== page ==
Genealogy Gems: News from the Allen County Public Library at Fort Wayne, No. 196, June 30, 2020
From: Genealogy Gems (genealogygemsgenealogycenter.info)
Date: Tue, 30 Jun 2020 21:03:37 -0400

Genealogy Gems: News from the Allen County Public Library at Fort Wayne

No. 196, June 30, 2020

 

In this issue:

*Reopenings . . .

*Non-Population Schedules

*Still Reading from Home: Digital Public Library of America

*Technology Tip of the Month: Adobe Elements 2018 (continued)--The Last Three Special Effects in the Guided Tab

*PERSI Gems--Fireworks

*History Tidbits: Motor and Hotel

*Library Catalog Insider--Finding the “America through Time” Series

*Genealogy Center Virtual Programs

*Other Virtual & Out-And-About Programs

*Staying Informed about Genealogy Center Programming

*Genealogy Center Social Media

*Driving Directions to the Library

*Parking at the Library

*Genealogy Center Queries

*Publishing Note

 

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Reopenings . . .

by Curt B. Witcher

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As you read this, the Genealogy Center is days away from reopening for the public to use our physical collection and onsite databases again. On Monday, July 6, 2020, we will reopen our doors to our customers at 9 a.m. and resume our regular schedule of hours. We are so happy to be able to welcome you back to your facility--back to your home for family history discoveries--back to the place where you come to find your stories.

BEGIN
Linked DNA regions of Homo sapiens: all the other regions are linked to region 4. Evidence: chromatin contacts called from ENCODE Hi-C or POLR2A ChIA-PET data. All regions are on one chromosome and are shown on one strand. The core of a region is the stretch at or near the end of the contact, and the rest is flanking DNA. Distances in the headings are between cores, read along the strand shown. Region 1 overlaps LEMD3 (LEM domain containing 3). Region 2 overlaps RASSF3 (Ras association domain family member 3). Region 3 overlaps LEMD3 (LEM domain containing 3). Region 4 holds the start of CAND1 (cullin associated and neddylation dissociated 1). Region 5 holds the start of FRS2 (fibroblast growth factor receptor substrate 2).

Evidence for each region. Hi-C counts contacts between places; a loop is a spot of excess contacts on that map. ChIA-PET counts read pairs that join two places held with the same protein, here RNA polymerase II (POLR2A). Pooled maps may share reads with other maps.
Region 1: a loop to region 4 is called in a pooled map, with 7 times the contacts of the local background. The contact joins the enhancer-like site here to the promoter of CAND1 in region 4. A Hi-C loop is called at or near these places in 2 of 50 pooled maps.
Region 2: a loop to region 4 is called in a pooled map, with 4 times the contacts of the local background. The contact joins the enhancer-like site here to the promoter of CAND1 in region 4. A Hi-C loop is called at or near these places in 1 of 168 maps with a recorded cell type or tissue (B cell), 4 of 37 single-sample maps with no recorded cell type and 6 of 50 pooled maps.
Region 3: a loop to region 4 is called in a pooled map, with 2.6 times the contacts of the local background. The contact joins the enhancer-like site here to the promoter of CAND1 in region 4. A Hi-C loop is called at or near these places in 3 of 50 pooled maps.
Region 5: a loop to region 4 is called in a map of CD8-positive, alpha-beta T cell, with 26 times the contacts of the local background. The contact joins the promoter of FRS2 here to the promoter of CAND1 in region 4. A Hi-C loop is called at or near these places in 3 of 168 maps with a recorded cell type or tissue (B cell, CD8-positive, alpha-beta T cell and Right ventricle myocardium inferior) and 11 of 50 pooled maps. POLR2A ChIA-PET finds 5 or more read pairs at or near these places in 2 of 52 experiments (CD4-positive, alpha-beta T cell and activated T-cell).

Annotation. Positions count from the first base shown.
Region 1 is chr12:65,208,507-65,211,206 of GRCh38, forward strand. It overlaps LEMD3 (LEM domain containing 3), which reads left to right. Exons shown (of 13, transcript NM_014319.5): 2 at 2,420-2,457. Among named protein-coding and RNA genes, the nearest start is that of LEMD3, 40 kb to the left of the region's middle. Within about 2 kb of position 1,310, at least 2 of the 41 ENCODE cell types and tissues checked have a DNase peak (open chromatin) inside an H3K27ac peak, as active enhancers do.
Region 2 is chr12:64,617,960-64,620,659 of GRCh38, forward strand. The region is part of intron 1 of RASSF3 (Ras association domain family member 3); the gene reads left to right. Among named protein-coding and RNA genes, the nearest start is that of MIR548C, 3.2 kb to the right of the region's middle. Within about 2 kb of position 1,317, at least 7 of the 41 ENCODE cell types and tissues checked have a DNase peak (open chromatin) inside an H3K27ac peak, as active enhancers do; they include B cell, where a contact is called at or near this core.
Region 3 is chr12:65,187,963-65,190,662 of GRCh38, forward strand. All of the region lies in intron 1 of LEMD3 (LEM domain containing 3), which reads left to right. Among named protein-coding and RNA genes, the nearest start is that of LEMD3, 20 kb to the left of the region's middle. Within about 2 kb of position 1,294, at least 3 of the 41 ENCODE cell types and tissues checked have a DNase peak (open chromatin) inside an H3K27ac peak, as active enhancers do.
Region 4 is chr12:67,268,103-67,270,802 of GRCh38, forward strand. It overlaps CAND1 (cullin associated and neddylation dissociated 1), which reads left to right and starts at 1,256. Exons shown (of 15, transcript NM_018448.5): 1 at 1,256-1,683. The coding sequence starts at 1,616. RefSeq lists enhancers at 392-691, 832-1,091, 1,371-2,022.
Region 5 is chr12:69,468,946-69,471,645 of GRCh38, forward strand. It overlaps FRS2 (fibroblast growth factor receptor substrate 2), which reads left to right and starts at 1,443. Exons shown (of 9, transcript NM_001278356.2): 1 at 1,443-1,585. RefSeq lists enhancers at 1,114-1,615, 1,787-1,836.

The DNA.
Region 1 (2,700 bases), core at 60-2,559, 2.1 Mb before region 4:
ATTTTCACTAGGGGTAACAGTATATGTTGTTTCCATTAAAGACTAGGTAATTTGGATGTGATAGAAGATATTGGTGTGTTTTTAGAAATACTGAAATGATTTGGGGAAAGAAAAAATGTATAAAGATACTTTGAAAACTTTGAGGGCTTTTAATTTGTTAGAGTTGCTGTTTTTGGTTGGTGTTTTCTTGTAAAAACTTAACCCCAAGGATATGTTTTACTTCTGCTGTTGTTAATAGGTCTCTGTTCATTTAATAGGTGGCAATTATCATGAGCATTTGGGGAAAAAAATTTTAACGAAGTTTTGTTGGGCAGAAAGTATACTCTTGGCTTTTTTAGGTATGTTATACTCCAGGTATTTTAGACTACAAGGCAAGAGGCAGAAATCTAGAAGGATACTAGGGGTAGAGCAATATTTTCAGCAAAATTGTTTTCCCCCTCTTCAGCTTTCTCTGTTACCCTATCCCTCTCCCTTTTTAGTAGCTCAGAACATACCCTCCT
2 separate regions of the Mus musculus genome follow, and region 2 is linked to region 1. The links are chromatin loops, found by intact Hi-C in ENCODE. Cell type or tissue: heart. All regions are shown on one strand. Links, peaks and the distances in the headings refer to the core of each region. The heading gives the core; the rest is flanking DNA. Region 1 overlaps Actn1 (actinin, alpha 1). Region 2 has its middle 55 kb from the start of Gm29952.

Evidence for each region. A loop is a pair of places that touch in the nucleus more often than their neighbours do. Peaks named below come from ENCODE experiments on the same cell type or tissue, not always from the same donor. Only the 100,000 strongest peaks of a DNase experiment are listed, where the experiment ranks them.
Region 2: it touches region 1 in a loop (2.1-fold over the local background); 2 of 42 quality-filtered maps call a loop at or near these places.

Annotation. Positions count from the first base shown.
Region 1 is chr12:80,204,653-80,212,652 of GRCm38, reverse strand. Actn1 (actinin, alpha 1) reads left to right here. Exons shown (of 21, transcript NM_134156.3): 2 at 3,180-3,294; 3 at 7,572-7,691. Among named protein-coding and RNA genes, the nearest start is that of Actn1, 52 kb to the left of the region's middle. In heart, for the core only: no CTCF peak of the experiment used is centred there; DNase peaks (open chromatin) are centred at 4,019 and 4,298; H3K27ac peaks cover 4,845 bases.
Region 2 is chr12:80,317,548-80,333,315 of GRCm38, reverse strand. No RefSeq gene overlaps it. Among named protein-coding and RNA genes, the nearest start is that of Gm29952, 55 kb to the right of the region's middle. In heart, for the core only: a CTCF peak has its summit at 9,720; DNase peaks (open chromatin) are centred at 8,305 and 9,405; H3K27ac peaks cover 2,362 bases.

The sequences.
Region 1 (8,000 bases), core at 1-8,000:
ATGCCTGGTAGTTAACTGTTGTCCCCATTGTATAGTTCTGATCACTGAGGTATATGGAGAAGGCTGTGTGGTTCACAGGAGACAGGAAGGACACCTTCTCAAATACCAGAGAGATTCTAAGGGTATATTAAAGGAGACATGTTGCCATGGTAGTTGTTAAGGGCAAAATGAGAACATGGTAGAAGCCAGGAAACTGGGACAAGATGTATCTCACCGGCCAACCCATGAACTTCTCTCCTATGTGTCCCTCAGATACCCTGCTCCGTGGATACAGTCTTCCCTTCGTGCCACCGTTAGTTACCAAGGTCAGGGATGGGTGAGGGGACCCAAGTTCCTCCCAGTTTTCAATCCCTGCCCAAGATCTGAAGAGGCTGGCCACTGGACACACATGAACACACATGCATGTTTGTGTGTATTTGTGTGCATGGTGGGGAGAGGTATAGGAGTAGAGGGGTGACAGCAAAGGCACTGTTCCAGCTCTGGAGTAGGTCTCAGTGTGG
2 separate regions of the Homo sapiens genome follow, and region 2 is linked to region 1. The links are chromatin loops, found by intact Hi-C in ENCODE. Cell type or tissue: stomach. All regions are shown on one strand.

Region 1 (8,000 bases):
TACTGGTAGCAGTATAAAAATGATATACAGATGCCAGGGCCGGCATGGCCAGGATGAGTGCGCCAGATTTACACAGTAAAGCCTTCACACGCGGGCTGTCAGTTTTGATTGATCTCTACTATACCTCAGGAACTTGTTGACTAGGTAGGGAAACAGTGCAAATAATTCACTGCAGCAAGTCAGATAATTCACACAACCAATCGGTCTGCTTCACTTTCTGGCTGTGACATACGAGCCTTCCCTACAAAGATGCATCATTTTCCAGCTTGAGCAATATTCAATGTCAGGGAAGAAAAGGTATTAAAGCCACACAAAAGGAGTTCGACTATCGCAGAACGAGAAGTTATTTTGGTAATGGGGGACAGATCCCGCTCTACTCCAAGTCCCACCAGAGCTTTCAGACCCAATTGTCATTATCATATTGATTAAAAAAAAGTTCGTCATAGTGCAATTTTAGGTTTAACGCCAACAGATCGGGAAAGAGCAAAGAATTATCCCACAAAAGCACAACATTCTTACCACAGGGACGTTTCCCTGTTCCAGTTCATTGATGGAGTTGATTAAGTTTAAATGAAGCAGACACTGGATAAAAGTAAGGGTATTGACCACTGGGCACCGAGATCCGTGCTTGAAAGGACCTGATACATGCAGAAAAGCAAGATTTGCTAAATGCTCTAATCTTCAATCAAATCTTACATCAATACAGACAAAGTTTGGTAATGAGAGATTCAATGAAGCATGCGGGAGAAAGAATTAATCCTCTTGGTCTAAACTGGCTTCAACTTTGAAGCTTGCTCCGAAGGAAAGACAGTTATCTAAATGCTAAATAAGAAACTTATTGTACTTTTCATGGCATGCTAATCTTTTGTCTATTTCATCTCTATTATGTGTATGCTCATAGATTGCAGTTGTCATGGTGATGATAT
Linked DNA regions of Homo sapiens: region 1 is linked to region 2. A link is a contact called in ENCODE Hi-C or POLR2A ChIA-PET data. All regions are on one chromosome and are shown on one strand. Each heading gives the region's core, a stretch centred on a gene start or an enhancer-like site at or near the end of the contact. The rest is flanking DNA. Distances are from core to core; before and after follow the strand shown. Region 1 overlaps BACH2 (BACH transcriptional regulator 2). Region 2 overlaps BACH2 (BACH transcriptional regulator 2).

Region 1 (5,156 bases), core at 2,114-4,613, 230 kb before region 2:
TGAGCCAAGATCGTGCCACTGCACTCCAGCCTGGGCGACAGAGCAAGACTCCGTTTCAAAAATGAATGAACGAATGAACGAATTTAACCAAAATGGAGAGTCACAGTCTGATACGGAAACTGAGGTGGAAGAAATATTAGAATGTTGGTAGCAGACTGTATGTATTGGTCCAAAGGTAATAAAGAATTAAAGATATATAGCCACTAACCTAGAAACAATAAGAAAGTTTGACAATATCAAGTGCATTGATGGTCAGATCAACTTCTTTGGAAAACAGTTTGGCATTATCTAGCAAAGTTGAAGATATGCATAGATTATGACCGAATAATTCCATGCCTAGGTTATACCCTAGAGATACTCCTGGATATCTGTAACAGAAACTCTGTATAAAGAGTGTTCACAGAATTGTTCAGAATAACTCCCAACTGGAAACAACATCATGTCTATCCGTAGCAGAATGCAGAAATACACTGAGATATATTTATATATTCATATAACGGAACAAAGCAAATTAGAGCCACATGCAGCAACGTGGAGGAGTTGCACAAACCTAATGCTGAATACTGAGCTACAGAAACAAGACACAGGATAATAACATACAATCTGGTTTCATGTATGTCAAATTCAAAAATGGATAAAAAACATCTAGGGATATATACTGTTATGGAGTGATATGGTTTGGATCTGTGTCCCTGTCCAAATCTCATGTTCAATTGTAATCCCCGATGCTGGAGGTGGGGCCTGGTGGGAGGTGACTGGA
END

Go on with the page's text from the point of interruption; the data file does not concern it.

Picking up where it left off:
Like so many things in our lives right now, the reopened Genealogy Center will look significantly different in a number of ways. Our primary concern is for the health and safety of our colleagues and our customers as you discover anew the sources in our Center for finding your families’ stories. Toward that end, there is a lot of physical distancing that has been put in place. All our public computer stations are spaced out by at least six feet; the chairs at our research tables are physically distanced by at least six feet; and we are asking that customers and staff remain physically distanced as much as possible.

 

Plexiglas shields have been installed at our service points that make us look a bit more like bank tellers than traditional librarians. Our library board of trustees is requiring all staff and all customers to wear face masks while in our buildings—that will be a different look as well. Plastic keyboard and mouse covers will be available for customers to use as well as hand sanitizer and cleaning agents. Our spaces will be cleaned regularly throughout each day. All we want you to catch while you’re with us is a renewed passion for finding your families’ stories!

 

In spite of all the changes, though, please know that we are still here to serve you. Though you won’t be able to see the smiles on our faces upon your arrival, I hope you will hear the smiles in our eyes and voices. I hope that having access again to 1.2 million physical items and one of the best collections of significant family history databases will make you consider making Fort Wayne and the Allen County Public Library one of your first special treats as you navigate the new normal this pandemic has brought to us.